Dollar index slips after ECB minutes sound a hawkish tone



The U.S. dollar index regained its footing late yesterday after falling following a Bloomberg story claiming that Chinese officials were considering slowing or halting their purchases of U.S. government bonds. The report had sent the dollar tumbling across the board as Beijing’s massive purchases of U.S government bonds represent a sizable source of funding of America’s gapping current account deficit. The greenback recouped much of yesterday’s losses after China’s currency authority denied the Bloomberg story.

The dollar’s trade-weighted average fell sharply again this morning following the release of the European Central Bank’s minutes from last year’s final Governing Council meeting in December. The minutes sounded a more hawkish tone than investors had originally interpreted in the immediate aftermath of December’s policy meeting. The account of the December Governing Council meeting said central bankers could revisit their forward guidance on asset purchases in early 2018 based on the improving performance of the 19-member bloc’s economy. The potential for the ECB to adjust its communications, possibly as early as its January 25th policy meeting, sent the euro soaring to session highs.

U.S. wholesale prices surprisingly fell by 0.1(m/m) in December, confounding expectations for a 0.2%(m/m) increase. Ex-food and energy, the story was just as benign, with the core PPI falling 0.1%(m/m) versus forecasts for a rise of 0.2%(m/m) as well. The figures added to the greenback’s heavier tone this morning as they suggest little upward pressure on wholesale prices. Investors await tomorrow’s more closely watched consumer price index for further clues on the state of inflation and on the outlook for the Fed.

The Canadian dollar failed to move higher against its generally heavier U.S. counterpart this morning following comments from two Canadian officials late yesterday that said they were increasingly convinced President Trump would pull the U.S. out of the North American Free Trade Agreement. The headline sent the loonie tumbling to its lowest level this year and dampened expectations for the BOC to raise Canadian lending rates when it meets next month.

The Aussie retested a recent three-month peak against the greenback after retail sales were reported to have risen by the most in four years in November.

USD: The U.S. dollar briefly regained its footing from the previous day’s selloff after China’s currency authority denied a Bloomberg report that officials who were evaluating the nation’s massive foreign holdings had recommended slowing or halting its purchases of U.S. Treasury bonds. Because China is the largest purchaser and holder of U.S. government debt, any shifts in is buying habits or asset allocation can have a massive impact on the Treasury market and on the dollar. The greenback’s improved tone however, proved very short-lived, with more hawkish ECB minutes and much cooler than expected U.S. inflation data sending its to session lows this morning. While the surprise drop in PPI was damaging for the already vulnerable dollar, tomorrow’s CPI data will likely be more consequential. A similarly cooler than expected CPI print tomorrow would all but certainly add to the dollar’s heavier tone.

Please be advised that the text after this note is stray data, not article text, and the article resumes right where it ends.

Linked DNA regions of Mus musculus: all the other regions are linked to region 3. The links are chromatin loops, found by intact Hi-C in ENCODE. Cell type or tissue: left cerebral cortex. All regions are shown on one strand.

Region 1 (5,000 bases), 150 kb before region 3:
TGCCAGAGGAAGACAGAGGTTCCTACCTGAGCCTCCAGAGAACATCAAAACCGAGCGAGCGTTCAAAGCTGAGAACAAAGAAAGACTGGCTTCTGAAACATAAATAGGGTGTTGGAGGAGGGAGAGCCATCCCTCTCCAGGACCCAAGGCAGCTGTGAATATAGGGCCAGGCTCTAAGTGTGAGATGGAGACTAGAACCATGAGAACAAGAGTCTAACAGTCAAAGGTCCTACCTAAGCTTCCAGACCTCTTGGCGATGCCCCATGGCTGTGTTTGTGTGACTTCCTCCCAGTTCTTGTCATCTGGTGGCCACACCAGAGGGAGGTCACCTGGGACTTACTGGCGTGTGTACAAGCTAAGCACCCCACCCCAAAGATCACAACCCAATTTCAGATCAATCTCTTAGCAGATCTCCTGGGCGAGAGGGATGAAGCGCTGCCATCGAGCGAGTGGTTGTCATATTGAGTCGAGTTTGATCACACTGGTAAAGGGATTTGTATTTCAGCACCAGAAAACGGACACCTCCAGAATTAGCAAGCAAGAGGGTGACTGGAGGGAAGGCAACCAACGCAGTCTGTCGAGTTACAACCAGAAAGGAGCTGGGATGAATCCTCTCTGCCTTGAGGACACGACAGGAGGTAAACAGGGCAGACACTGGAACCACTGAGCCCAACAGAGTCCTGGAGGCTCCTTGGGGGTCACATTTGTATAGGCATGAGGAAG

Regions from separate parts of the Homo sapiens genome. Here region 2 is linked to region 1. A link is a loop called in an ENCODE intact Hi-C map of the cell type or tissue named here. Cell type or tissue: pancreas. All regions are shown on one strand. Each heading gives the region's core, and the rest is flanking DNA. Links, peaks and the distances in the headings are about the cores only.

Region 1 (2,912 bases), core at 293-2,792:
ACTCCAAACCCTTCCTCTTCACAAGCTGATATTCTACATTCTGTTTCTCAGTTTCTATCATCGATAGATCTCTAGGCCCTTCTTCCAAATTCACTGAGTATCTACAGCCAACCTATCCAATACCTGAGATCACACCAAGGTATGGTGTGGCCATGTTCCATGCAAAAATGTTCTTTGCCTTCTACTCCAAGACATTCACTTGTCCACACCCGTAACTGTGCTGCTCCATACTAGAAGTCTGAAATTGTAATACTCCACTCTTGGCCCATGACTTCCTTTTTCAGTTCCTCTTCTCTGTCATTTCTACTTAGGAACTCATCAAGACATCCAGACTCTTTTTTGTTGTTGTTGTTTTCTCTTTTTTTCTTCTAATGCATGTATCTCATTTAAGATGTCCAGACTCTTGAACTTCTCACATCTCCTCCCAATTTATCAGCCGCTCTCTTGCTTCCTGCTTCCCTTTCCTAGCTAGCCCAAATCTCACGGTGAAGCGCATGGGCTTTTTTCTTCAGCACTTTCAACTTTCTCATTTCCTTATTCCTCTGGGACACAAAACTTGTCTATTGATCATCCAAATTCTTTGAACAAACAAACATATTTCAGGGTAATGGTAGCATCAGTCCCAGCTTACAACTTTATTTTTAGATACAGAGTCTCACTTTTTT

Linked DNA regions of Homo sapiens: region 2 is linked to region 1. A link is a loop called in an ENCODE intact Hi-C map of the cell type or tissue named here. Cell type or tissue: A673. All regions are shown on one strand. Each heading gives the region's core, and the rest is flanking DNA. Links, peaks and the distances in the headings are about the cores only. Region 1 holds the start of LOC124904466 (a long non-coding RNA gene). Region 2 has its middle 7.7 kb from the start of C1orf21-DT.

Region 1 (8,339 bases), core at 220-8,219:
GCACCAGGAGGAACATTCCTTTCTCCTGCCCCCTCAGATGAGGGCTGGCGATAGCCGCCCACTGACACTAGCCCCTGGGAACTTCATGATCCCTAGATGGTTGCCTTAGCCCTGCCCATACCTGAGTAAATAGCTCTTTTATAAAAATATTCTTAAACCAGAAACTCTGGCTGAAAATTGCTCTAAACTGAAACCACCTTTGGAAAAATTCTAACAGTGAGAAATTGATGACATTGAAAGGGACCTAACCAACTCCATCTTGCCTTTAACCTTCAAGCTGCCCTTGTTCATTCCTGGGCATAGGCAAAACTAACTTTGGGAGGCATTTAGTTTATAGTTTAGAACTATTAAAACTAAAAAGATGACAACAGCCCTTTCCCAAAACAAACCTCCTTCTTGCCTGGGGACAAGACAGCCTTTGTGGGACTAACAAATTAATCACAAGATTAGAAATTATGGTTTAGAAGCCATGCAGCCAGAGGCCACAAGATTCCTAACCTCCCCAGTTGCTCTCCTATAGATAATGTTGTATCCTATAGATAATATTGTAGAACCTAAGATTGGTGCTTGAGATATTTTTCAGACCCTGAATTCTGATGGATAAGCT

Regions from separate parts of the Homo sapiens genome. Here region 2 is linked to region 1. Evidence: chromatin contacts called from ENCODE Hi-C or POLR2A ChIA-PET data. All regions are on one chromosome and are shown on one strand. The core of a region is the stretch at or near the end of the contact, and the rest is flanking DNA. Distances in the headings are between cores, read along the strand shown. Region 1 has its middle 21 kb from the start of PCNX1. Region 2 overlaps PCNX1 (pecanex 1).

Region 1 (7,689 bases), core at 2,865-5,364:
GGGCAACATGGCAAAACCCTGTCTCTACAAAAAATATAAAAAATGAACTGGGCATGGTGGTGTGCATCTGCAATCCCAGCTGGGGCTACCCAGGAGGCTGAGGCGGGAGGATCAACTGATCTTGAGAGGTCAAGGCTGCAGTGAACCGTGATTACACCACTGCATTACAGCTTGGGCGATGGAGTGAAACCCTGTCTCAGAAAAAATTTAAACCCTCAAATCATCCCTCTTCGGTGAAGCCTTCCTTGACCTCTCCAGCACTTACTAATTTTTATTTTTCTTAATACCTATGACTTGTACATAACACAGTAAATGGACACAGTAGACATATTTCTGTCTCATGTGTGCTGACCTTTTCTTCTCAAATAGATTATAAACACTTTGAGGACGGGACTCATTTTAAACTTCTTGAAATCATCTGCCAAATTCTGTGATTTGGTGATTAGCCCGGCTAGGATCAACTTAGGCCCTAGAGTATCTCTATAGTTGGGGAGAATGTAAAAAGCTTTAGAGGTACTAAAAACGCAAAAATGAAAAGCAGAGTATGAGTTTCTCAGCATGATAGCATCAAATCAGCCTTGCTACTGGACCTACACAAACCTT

EUR: The euro soared to session highs across the board after the release of the minutes from the ECB’s final Governing Council meeting of 2017. The ECB had disappointed euro bulls at the time with its very open-ended timeline for its asset purchases and by reminding investors that stimulus could still be increased if economic conditions warranted. The minutes however, showed that councilmembers planned to revisit the bank’s forward guidance on policy in early 2018, suggesting that the ECB could remove language keeping the door to further easing open and could more firmly suggest that its asset purchases will end in September. Lending rates in the euro zone are still not expected to rise before 2019 but the removal of the bank’s easing bias, possibly as early as its January 25th Governing Council meeting, could keep the euro well supported.

JPY: The yen, which soared to its highest level since late November the previous session on news that China could slow or halt its Treasury purchases, pared some of its gains after Beijing denied the story. Still, the dollar remains near the lower end of recent ranges against the yen and was done no favors by this morning’s surprise drop in wholesale inflation.

AUD: The Aussie jumped to its highest level in three-months against the generally heavier greenback after Australian retail sales soared by 1.2%(m/m) in November, eclipsing forecasts for a rise of 0.4%(m/m). It was the biggest monthly jump in Australian retail sales in four years. The news helped improve the outlook for Aussie consumer demand and increased, albeit marginally, the possibility of an RBA lending rate increase before 2019.

CAD: The Canadian dollar fell to its lowest level since late December after two officials close to ongoing NAFTA negotiations with the U.S. and Mexico, said that they were increasingly convinced that President Trump would pull out of the free trade deal. The officials believed the U.S. would announce it is leaving the deal around the beginning of the sixth phase of the talks, which are set to begin in late January. Because roughly 75% of Canadian exports wind up in the U.S., any increased risk of NAFTA talks falling apart will continue to have a significant impact on the value of the CAD.

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